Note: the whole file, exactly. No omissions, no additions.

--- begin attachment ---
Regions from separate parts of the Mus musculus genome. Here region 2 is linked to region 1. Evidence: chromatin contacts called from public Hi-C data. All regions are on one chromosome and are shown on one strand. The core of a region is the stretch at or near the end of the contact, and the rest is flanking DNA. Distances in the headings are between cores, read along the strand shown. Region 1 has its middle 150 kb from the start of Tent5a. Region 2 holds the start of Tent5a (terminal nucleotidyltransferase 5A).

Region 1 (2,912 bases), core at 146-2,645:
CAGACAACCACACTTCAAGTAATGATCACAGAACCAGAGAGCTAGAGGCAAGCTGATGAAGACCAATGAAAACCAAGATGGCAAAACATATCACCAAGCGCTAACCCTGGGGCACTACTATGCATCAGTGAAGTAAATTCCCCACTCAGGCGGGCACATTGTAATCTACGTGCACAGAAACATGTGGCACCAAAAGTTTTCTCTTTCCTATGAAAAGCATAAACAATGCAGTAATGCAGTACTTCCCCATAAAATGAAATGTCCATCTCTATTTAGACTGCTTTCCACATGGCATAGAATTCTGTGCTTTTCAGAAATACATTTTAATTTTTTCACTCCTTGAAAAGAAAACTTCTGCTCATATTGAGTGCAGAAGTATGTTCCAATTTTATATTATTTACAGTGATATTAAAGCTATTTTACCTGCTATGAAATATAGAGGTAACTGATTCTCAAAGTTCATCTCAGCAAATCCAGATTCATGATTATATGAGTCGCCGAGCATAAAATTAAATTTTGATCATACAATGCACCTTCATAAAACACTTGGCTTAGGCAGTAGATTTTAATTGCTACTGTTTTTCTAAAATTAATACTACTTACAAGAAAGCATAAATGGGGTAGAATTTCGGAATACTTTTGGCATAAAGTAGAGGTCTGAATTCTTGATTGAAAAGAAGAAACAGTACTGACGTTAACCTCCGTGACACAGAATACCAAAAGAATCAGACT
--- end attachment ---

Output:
Regions from separate parts of the Mus musculus genome. Here region 2 is linked to region 1. Evidence: chromatin contacts called from public Hi-C data. All regions are on one chromosome and are shown on one strand. The core of a region is the stretch at or near the end of the contact, and the rest is flanking DNA. Distances in the headings are between cores, read along the strand shown. Region 1 has its middle 150 kb from the start of Tent5a. Region 2 holds the start of Tent5a (terminal nucleotidyltransferase 5A).

Region 1 (2,912 bases), core at 146-2,645:
CAGACAACCACACTTCAAGTAATGATCACAGAACCAGAGAGCTAGAGGCAAGCTGATGAAGACCAATGAAAACCAAGATGGCAAAACATATCACCAAGCGCTAACCCTGGGGCACTACTATGCATCAGTGAAGTAAATTCCCCACTCAGGCGGGCACATTGTAATCTACGTGCACAGAAACATGTGGCACCAAAAGTTTTCTCTTTCCTATGAAAAGCATAAACAATGCAGTAATGCAGTACTTCCCCATAAAATGAAATGTCCATCTCTATTTAGACTGCTTTCCACATGGCATAGAATTCTGTGCTTTTCAGAAATACATTTTAATTTTTTCACTCCTTGAAAAGAAAACTTCTGCTCATATTGAGTGCAGAAGTATGTTCCAATTTTATATTATTTACAGTGATATTAAAGCTATTTTACCTGCTATGAAATATAGAGGTAACTGATTCTCAAAGTTCATCTCAGCAAATCCAGATTCATGATTATATGAGTCGCCGAGCATAAAATTAAATTTTGATCATACAATGCACCTTCATAAAACACTTGGCTTAGGCAGTAGATTTTAATTGCTACTGTTTTTCTAAAATTAATACTACTTACAAGAAAGCATAAATGGGGTAGAATTTCGGAATACTTTTGGCATAAAGTAGAGGTCTGAATTCTTGATTGAAAAGAAGAAACAGTACTGACGTTAACCTCCGTGACACAGAATACCAAAAGAATCAGACT